Certain types of pathogenic micro-organisms may have a widespread distribution in a community without giving evidence of their presence by any characteristic disease. Persons who have recovered from diphtheria, for example, may continue to carry the infectious agent of the disease even though they have acquired immunity. But there are also indications that persons may act as carriers for bacteria to which they have never been specially immunized, and which may, consequently, be a continual menace. Evidently there are times and conditions in which host and parasitic invader become adjusted to each other, so that there is neither an outbreak of disease nor a destruction of the parasite. Presently a change ensues whereby the infectious agent may die out or evidence of active infection may arise.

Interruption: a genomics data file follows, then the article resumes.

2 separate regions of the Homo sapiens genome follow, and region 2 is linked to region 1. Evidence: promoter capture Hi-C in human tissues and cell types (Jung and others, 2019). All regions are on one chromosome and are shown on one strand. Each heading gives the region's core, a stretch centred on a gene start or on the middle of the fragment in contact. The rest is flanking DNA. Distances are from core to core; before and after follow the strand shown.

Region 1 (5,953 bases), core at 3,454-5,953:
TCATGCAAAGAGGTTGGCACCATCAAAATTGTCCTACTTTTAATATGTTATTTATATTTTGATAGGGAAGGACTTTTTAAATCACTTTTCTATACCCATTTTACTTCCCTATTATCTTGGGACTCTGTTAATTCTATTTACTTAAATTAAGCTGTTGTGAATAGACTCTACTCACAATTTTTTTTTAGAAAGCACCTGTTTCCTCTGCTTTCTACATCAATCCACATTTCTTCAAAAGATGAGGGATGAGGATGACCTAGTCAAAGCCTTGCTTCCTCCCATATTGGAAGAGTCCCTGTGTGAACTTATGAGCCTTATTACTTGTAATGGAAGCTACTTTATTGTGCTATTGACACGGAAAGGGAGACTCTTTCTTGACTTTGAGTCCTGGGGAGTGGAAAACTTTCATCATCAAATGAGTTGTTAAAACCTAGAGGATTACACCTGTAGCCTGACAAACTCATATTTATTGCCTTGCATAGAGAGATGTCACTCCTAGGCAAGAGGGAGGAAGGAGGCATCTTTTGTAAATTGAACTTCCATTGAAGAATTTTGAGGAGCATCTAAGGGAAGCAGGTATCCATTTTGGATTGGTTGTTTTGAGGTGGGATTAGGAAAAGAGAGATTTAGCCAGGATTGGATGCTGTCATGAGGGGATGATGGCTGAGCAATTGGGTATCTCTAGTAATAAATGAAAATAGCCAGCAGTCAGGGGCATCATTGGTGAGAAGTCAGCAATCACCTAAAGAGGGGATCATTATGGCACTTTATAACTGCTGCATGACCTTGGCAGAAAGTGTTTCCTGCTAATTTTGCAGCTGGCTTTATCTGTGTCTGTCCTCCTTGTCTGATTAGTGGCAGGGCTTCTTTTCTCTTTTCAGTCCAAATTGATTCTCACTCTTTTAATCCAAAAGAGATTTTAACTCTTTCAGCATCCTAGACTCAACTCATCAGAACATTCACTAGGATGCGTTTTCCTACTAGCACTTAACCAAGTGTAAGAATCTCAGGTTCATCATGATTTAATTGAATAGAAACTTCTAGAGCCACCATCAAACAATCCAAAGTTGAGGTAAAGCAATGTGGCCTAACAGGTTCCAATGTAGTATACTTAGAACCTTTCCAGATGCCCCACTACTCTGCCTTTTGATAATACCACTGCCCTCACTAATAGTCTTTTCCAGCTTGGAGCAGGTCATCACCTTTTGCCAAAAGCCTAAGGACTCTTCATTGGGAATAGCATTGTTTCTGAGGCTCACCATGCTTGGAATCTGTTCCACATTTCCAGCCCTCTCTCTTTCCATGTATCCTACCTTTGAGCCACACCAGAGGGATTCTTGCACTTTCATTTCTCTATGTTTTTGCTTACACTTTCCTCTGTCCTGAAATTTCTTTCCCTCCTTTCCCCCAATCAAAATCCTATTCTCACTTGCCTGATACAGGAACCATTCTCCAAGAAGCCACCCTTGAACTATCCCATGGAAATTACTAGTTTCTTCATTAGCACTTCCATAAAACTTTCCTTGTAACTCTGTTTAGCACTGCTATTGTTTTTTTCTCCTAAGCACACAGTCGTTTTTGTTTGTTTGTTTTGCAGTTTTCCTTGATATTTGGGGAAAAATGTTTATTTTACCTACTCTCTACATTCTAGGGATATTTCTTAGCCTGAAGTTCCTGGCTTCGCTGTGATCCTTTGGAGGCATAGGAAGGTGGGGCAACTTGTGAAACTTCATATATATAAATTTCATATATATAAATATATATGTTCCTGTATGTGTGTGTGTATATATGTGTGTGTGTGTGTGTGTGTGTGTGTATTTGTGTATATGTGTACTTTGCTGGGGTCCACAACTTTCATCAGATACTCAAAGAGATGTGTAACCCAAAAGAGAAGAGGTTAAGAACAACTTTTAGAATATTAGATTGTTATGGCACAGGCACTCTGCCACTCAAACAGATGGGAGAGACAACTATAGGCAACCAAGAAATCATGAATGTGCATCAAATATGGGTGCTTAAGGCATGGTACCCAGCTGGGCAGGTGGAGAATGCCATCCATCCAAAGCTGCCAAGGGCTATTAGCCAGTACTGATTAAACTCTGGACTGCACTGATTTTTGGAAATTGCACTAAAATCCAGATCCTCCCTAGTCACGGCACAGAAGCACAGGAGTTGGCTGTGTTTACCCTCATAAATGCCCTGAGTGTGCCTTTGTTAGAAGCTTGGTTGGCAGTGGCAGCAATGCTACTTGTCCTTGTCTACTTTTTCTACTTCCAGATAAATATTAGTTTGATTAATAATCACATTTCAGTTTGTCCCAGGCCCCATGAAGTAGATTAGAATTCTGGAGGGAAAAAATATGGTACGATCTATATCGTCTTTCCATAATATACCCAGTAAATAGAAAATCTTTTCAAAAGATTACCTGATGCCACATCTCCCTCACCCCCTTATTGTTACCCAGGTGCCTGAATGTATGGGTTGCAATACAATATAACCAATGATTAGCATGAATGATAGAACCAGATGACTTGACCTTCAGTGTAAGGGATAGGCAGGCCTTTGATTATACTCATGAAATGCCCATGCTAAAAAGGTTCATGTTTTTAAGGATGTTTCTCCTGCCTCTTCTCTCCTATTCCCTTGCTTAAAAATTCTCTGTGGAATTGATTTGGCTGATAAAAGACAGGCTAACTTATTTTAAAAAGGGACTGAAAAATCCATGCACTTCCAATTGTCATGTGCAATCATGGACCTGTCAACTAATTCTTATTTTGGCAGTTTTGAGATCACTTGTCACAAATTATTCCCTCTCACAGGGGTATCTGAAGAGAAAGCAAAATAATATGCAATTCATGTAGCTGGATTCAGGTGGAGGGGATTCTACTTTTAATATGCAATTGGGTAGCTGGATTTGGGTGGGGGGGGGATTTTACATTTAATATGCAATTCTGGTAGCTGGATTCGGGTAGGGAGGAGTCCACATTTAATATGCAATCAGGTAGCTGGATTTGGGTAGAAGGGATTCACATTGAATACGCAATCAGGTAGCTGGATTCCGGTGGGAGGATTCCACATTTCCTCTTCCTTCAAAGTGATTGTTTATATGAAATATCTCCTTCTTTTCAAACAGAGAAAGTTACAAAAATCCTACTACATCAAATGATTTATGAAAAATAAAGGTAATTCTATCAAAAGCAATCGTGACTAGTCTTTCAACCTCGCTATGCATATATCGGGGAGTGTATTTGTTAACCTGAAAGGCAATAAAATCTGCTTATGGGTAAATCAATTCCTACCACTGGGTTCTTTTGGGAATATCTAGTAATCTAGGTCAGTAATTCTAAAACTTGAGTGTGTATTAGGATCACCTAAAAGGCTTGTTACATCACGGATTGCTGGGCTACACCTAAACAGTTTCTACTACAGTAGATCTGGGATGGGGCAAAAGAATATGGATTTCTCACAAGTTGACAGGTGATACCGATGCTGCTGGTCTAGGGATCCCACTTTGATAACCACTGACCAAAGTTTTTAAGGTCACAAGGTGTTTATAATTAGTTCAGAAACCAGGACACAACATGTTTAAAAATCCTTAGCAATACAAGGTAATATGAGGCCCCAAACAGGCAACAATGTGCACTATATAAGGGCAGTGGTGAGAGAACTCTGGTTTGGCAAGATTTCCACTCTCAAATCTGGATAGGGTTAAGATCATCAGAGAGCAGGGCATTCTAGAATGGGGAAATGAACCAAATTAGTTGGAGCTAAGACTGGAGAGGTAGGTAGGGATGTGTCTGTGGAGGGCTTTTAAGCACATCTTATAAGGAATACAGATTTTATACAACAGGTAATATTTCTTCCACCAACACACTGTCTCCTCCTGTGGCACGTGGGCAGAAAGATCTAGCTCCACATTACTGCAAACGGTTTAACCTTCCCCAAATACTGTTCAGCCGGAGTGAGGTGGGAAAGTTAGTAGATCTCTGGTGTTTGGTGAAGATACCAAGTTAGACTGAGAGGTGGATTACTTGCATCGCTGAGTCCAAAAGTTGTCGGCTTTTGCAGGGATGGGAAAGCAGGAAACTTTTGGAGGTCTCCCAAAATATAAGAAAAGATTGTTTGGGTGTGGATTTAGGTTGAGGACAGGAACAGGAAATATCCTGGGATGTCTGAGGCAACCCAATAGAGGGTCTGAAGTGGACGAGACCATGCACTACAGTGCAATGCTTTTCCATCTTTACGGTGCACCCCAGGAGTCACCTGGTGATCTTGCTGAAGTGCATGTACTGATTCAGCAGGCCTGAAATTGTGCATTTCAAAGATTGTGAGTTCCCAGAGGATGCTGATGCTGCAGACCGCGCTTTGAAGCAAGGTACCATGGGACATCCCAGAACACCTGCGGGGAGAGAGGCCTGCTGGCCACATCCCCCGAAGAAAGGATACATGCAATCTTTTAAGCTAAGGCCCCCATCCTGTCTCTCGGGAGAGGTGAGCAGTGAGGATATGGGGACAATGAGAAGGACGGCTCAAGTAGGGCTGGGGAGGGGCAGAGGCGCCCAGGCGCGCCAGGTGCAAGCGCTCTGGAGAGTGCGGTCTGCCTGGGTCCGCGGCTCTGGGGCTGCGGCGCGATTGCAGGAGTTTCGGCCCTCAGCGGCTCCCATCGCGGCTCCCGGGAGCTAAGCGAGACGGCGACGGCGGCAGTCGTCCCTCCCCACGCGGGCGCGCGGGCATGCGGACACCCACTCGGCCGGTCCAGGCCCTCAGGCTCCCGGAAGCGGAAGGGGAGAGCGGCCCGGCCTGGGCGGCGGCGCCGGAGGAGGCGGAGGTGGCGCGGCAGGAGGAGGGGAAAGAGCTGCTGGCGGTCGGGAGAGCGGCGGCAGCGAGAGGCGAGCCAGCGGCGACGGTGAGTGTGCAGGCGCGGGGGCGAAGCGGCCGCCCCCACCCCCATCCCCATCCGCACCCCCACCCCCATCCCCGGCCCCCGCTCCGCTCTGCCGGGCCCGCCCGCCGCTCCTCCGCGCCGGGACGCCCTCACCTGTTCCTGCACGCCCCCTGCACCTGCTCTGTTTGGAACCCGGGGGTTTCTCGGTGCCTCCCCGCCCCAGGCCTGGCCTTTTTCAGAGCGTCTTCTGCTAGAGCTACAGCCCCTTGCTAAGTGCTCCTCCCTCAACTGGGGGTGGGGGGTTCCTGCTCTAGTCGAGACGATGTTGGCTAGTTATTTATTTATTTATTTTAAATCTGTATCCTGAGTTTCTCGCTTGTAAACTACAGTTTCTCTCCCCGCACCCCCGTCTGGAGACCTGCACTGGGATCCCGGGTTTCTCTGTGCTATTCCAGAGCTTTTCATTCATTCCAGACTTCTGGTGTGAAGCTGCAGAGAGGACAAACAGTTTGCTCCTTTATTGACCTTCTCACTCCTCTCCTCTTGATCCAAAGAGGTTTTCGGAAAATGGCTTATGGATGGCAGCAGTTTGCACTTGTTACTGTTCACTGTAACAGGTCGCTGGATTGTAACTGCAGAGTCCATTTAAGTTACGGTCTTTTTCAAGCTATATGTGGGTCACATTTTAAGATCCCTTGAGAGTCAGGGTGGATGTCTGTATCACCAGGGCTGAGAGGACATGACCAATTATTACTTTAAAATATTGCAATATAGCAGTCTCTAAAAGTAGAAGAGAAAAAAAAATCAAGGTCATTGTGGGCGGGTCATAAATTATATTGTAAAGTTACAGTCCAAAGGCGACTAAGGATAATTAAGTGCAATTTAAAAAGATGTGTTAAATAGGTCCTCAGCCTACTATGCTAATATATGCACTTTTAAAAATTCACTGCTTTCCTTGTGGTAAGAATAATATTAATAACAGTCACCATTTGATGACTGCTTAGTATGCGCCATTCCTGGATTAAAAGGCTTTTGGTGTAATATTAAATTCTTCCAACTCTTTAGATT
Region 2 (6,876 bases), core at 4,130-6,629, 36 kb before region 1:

It is conceivable that an outbreak of harm under these circumstances may be due not only to a decreased resistance of the host but
PARASITISM OF THE HEMOLYTIC STREPTOCOCCUS IN THE UPPER AIR PASSAGES. JAMA. 1923;81(18):1525. doi:10.1001/jama.1923.02650180043018
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